One of several problems with this new housing on the ridge overlooking Sudbury is that the horizon has been broken by buildings, making it close and limited. Horizons are like frontiers: places of potential simply because they are so abstract and so distant. They appear without scale, the line between land and sky. Here there is a horizon limited by the temporal and limited quality of the housing development. A roof is not a horizon.
There was much made in rural Britain in the 1960s about preserving horizons: one could build on a hillside as long as the roof line did not interrupt the natural top of the hill when observed from a main road, or a town, or a footpath – in other words, nothing could be built on top of a hill because it interrupted some sort of sacred understanding of topography.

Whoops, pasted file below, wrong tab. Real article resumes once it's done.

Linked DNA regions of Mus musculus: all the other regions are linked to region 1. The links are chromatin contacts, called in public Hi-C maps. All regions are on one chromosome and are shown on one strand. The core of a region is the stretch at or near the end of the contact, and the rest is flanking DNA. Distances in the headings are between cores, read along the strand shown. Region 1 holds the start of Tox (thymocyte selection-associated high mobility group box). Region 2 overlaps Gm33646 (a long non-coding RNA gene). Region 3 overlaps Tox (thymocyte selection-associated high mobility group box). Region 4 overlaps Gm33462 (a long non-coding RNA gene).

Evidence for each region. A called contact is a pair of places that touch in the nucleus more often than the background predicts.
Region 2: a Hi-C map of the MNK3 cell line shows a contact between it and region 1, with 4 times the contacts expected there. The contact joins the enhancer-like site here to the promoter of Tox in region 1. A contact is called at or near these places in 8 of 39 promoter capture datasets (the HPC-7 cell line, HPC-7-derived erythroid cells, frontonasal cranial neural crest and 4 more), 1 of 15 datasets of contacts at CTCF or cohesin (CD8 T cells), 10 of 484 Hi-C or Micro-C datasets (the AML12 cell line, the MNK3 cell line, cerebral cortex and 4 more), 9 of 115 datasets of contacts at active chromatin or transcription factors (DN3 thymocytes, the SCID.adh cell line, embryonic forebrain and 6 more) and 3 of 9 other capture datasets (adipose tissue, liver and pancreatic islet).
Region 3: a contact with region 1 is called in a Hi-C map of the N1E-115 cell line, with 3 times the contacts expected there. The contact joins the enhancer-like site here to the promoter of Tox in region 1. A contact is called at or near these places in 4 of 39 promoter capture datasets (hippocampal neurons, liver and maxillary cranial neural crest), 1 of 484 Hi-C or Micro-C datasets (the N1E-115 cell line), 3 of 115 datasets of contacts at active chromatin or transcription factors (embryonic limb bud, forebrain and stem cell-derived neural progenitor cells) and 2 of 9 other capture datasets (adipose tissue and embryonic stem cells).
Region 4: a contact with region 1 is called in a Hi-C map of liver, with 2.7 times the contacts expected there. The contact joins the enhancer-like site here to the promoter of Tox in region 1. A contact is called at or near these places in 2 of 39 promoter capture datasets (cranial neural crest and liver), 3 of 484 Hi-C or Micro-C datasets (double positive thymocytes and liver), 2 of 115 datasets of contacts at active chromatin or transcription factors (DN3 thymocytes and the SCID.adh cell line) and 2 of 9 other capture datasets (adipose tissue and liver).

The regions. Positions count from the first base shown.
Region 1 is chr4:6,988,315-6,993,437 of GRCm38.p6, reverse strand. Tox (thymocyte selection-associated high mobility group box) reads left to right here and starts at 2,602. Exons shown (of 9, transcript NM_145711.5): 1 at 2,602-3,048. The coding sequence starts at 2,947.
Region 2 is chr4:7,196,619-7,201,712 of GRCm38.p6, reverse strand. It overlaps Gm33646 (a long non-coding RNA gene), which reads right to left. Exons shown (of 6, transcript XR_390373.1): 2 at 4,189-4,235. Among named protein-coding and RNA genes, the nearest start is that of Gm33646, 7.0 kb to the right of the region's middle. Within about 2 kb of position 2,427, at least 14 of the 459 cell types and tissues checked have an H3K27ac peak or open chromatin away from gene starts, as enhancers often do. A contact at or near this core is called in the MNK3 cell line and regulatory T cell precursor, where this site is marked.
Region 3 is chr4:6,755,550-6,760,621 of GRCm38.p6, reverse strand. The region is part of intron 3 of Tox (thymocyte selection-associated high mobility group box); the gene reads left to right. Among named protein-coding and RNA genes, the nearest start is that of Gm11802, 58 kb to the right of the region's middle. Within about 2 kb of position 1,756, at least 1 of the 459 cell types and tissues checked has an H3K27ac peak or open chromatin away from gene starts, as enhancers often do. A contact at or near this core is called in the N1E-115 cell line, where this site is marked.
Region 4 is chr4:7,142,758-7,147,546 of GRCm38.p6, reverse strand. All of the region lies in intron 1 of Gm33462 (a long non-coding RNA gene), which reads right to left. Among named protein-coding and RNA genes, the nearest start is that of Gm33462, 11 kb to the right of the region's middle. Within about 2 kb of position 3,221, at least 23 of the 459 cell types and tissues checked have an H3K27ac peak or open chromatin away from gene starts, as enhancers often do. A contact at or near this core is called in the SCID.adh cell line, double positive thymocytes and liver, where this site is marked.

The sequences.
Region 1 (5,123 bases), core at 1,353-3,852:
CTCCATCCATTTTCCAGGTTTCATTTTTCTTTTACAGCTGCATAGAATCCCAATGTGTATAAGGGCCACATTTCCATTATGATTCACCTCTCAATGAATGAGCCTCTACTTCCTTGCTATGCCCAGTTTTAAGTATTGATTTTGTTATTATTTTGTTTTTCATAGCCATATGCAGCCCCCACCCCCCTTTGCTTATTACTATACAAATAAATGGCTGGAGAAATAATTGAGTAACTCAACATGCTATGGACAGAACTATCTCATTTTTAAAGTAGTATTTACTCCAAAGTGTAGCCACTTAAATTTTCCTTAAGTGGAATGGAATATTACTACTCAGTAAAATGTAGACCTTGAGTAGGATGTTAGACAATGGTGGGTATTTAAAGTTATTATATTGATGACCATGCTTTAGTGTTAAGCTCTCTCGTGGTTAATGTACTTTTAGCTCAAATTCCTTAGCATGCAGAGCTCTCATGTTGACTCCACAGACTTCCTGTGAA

Behind this row of drab new housing is a field of rubble: the process by which rock, seen as obstructive, is reduced to ground, seen as fertile for building. It is a small tragedy; the mistake would be to think that it is the rapacious nature of development or the limited thinking that insists that services be installed as if it was a loamy field.
Instead, the tragedy is one of imagination. There is value in a difficult landscape millions of years old that puts a natural limit on building within it. In our late capitalist world progression is still seen as positive, growth is necessary, stasis indicates a slipping backward, rather than a stillness. Must this be? Why must Sudbury try to expand, and so expand into newer and more difficult terrain?